The Water Project: Mukaniro Community, Libuyi Spring -  Fetching Water
The Water Project: Mukaniro Community, Libuyi Spring -  Fetching Water
The Water Project: Mukaniro Community, Libuyi Spring -  Fetching Water
The Water Project: Mukaniro Community, Libuyi Spring -  Fetching Water
The Water Project: Mukaniro Community, Libuyi Spring -  Water Source

Project Status



Project Type:  Protected Spring

Regional Program: Western Kenya WaSH Program

Project Phase:  Donate to this Project
Estimated Install Date (?):  07/15/2022

Project Features


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The community of Mukaniro relies on Libuyi Springas its primary water source: a small pool of water surrounded by grass located at the bottom of a steep pathway. Because the pool of water is so shallow and there is no collection pipe, community members must bend over and place their jerrycan in the water sideways to allow it to fill or use a scooping container.


Sadly, the open spring is causing more harm than good, since runoff, animals, and people contaminate the water. It is making the 250 people who rely on it, especially the children, sick with typhoid and diarrhea.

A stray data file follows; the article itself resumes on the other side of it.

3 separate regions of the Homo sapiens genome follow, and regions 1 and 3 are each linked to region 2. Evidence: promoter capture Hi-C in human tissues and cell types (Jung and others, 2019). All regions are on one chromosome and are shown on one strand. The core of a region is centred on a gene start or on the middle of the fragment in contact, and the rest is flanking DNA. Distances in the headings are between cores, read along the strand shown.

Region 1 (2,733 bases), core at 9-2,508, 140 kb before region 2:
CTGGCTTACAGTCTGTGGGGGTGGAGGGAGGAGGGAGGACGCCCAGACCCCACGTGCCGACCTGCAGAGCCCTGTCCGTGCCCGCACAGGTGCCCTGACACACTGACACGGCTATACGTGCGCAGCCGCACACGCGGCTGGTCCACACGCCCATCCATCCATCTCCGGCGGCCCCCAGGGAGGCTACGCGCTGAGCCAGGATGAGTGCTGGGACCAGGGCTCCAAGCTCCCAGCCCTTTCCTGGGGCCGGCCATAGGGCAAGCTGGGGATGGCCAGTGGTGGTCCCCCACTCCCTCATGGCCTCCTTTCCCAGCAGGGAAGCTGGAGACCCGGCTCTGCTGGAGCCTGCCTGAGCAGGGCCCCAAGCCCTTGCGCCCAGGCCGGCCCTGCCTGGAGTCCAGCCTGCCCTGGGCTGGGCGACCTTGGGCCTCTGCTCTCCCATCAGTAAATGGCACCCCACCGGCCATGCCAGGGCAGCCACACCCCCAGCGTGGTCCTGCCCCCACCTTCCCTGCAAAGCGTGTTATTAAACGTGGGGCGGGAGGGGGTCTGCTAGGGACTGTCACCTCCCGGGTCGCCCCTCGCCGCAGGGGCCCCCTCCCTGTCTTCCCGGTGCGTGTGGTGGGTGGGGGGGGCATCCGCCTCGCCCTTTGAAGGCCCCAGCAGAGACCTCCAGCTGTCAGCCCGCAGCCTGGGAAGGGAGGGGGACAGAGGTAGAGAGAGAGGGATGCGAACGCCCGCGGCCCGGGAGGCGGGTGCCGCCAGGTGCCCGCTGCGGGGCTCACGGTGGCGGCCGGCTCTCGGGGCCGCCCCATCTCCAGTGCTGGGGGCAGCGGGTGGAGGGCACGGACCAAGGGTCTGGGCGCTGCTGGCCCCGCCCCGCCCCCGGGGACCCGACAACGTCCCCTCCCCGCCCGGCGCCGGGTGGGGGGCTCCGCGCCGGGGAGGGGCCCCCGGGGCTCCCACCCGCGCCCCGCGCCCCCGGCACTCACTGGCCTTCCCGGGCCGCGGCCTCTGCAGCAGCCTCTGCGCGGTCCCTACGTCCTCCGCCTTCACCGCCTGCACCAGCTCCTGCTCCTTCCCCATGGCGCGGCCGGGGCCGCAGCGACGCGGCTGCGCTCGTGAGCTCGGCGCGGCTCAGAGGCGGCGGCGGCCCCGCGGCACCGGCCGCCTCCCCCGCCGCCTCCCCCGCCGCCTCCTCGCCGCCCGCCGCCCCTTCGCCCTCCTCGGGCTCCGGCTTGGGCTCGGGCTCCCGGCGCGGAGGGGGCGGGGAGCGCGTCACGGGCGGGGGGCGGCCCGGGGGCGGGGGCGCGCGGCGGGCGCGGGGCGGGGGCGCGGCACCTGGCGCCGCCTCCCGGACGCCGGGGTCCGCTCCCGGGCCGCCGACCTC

“As a child, I have had diarrhea so many times, and this has made me and my younger siblings so weak. The doctor said the source of water is a problem, and my parents should change the source of water,” said Aron M., age 6.

When community members arrive at the spring, even early in the morning, the spring is overcrowded, so they waste time in long lines to collect the water they need for drinking, cooking, and cleaning. Then more time is wasted as they wait for the cloudy, muddy water to settle between users. People could use this time to complete other critical daily tasks like growing food for selling and eating, side businesses, cooking, and cleaning.

“As a mother, I spend all day looking for water, and this strains me a lot. Queueing for hours gives me back pains, and sometimes I endure the pains so that my family can have clean water,” said Florence Libuyi, a local farmer.

Mukaniro needs their spring protected to have a safe water source they can rely on that will not make them sick or steal their valuable time and energy.

What We Can Do:

Spring Protection

Protecting the spring will help provide access to cleaner and safer water and reduce the time people have to spend to fetch it. Construction will keep surface runoff and other contaminants out of the water. With the community’s high involvement in the process, there should be a good sense of responsibility and ownership for the new clean water source.

Fetching water is a task predominantly carried out by women and young girls. Protecting the spring and offering training and support will, therefore, help empower the female members of the community by freeing up more of their time and energy to engage and invest in income-generating activities and their education.

Training on Health, Hygiene, COVID-19, and More